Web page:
Industry has a greater role in securing Australia’s water supply
Australia has faced severe challenges with drought and flood in recent years. This is unquestioned; however, with the water industry gathering for the Ozwater conference in Perth next week, James Currie, Client Services Director, Australia, Black & Veatch, wonders how many business leaders outside the water industry will be discussing water? Perhaps more than we might expect but probably not as many as should be.
Water is a fuel, vital for business and every bit as critical to moving our economy forward as energy. Australia has been commended worldwide for its ability to sustain economic growth in spite of its water challenges. According to the Australian Bureau of Statistics, we consumed 25% less water in 2008-09 than we did four years prior, and two-thirds less than nearly a decade before.
Western Australia continues in this vein, in particular. It is pinched by balancing increasing demands for water resulting from the growth of its population and economy with reduced rainfall and runoff.
A lot of awareness around water use relates to direct use of water in our homes. Yet, only 8% of water is consumed domestically worldwide and about 14% in Australia. While efforts to extend the utility of each drop of water by individuals should be applauded, we can truly make a difference by paying more attention to water used by industry and agriculture.
Significant savings were made by people in their homes throughout Australia over the past decade but the major credit for a noteworthy decrease in water consumption actually goes to agriculture. The biggest user made the biggest impact (and made the biggest sacrifice). This sector alone used less than half what it used in 2000-01.
The same savings were not made by industry. Don’t get me wrong. This is not about bashing business. Australian industries added about $1.2 trillion of gross value for the water used in 2008-09. This is about 60% higher than the approximate $750 billion of value industries added to the country’s gross domestic product in 2000-01.
There is an opportunity for industry in Australia to play a bigger role in securing our future water supplies, by looking at the supply chain and industry’s total water impacts in a holistic manner. Not only is this good for our nation, but it helps protect against the severe operational risks that accompany a water crisis.
Boardroom attitudes to water are changing globally. Water is serious business, especially if there’s too little or too much. Many of tomorrow’s successful businesses will be those that can capitalise on changing water availability, measure and manage their water use, and manage the risks that water shortage or excess water can pose to their supply chain.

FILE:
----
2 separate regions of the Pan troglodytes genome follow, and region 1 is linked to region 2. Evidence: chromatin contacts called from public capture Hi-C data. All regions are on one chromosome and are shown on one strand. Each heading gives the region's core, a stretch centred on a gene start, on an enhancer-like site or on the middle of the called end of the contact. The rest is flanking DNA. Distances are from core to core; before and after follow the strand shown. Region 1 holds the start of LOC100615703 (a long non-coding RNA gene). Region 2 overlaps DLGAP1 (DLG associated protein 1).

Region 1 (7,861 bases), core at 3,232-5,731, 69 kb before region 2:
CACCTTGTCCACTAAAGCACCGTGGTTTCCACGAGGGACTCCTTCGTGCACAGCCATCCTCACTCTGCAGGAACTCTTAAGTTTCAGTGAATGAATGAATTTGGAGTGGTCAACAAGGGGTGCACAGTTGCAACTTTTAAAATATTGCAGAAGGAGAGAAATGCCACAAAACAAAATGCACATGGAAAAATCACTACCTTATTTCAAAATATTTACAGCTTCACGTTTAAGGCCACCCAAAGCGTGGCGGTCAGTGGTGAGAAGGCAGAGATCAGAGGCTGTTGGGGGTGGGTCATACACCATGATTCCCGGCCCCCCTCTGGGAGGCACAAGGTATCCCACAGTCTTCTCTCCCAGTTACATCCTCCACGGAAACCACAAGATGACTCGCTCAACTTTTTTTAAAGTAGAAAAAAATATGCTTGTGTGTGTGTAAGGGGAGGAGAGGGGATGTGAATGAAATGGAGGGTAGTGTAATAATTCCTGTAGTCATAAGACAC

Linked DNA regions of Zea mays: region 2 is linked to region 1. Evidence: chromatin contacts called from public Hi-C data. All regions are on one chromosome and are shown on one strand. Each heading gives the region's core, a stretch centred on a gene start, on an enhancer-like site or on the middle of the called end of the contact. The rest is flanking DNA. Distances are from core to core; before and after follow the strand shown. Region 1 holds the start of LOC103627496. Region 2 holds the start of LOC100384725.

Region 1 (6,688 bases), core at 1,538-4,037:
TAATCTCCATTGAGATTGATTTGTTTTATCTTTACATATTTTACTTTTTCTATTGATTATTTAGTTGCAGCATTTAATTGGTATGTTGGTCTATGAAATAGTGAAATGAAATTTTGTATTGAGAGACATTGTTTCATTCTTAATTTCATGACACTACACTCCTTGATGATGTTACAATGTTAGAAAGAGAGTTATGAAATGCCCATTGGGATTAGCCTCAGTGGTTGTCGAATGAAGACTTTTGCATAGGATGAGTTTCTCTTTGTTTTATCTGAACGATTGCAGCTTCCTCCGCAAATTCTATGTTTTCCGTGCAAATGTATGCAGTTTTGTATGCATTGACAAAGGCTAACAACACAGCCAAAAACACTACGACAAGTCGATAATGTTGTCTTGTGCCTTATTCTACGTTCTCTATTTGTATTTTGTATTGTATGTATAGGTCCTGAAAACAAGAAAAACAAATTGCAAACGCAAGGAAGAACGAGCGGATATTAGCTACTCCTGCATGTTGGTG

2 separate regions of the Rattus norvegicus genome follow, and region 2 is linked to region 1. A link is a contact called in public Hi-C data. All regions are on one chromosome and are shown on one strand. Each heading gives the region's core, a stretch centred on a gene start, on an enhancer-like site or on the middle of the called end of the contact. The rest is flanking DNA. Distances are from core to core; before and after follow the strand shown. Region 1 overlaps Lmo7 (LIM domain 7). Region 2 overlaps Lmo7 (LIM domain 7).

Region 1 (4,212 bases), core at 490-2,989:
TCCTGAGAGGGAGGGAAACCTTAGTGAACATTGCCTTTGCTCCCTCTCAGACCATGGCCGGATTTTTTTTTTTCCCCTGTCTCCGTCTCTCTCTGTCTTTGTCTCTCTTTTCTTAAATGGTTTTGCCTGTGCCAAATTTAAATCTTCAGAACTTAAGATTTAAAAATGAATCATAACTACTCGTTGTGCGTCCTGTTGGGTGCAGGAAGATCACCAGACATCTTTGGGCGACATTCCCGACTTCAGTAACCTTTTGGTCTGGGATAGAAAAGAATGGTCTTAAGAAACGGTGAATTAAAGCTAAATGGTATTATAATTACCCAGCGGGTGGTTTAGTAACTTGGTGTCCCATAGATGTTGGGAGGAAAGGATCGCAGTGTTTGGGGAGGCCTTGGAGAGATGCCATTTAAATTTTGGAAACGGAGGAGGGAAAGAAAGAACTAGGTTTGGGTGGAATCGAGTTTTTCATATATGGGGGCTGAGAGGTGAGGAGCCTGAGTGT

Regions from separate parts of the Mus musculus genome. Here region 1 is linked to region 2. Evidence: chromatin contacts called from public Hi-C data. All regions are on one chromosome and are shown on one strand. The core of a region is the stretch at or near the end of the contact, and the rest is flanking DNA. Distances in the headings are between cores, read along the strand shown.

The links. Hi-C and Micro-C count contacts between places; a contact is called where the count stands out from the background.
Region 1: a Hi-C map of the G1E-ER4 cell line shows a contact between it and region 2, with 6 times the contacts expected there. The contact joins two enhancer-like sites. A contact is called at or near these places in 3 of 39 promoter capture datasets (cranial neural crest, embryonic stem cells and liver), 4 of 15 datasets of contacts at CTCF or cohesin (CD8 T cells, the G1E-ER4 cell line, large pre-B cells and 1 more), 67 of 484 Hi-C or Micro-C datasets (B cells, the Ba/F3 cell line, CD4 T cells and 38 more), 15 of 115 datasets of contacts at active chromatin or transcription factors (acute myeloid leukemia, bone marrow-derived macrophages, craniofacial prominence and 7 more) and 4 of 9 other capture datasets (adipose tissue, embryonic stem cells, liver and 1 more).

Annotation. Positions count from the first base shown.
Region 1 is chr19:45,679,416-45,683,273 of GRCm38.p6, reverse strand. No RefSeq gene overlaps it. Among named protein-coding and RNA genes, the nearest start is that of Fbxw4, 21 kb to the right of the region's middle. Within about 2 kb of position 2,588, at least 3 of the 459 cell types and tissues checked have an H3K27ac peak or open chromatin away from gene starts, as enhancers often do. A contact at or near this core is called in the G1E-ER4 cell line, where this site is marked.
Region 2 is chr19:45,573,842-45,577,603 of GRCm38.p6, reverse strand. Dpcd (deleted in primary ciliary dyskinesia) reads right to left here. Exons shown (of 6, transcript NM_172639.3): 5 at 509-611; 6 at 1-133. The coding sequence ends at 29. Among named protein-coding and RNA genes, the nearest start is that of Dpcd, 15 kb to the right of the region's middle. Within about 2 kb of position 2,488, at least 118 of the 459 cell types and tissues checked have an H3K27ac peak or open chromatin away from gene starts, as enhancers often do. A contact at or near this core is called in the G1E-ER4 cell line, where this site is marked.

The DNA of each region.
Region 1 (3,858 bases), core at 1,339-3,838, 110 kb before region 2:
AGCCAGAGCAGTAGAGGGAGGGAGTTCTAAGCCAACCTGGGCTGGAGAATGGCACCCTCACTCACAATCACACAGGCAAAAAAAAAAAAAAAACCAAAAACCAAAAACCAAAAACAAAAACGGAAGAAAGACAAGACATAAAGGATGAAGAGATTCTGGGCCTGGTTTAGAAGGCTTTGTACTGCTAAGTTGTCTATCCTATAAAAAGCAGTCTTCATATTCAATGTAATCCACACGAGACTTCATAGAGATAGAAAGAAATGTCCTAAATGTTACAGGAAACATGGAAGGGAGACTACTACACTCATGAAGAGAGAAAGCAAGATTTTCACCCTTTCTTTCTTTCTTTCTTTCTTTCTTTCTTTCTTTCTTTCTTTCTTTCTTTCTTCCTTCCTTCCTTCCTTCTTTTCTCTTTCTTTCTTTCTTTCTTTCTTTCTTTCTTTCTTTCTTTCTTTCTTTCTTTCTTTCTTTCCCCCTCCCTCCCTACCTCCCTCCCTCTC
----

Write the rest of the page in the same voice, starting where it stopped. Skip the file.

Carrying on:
Water has a special role in power generation. Large quantities of water are typically required in power production, and seemingly small and unrelated actions can have staggering implications for consumption when aggregated. For example, a simple Google search consumes the equivalent of 1/16th of a teaspoon of water as calculated by one of our engineers. Multiplied by the millions of searches each day, this soon adds up to a tidy sum.
Only wind and solar photovoltaic electricity production require minimal water withdrawal. We are, unfortunately, not at the stage where we can flick a switch to wind or solar for a number of pragmatic reasons. The sheer volume of new facilities required to offset current generation capacity is daunting, let alone the development of the required advanced storage technologies. But the goal of using more water-efficient technologies at the many conventional power plants could produce significant gains for electricity producers in Australia.
Around the world, we’re seeing this happen. In South Africa, Black & Veatch helped the electricity utility Eskom adopt air-cooled condensers as an alternative to traditional water-cooling techniques at its 4800 MW Kusile power plant. When completed, it will be one of the largest power plants in the world using air-cooling technology and will save approximately 327,000 cubic metres per day through this one feature; sufficient to fill more than 130 Olympic-sized swimming pools.
Outside the power sector, there are many innovations that other businesses can apply to save water. Re-use is a way businesses could make a big impact on their water consumption. Recent advances in membrane technology, championed in countries like Australia and Singapore, mean high-quality recycled water can be produced cost effectively and meet the rigorous requirements of specialised producers of semiconductors and pharmaceuticals. Adapting and proving the reliability of membranes for recycling at global award-winning facilities like the Bundamba Advanced Water Treatment Plant near Brisbane has paved the way for a mature public and private market for membrane technology. Predictions from the market research firm Frost & Sullivan last month estimate the potential for more than 60% growth in this market in Australia and New Zealand within just six years.
Other industrial players can also look seriously at closed-loop applications, where systems retain and re-use hot water, steam or cold water for a variety of alternative uses. Real, long-term operational savings can be reaped from limited capital investments.
Cogeneration technologies, where steam or heat is produced alongside electricity, are becoming more widespread in Australia. The Chinese government is now investigating trigeneration seriously. One current study is looking at how producing electricity, steam or heat and cooling at the same time could ease the high demands for energy and water from China’s industrial sector.
So, next week at Ozwater, the challenge remains to enrol industry further on a journey to secure our country’s future water supply.
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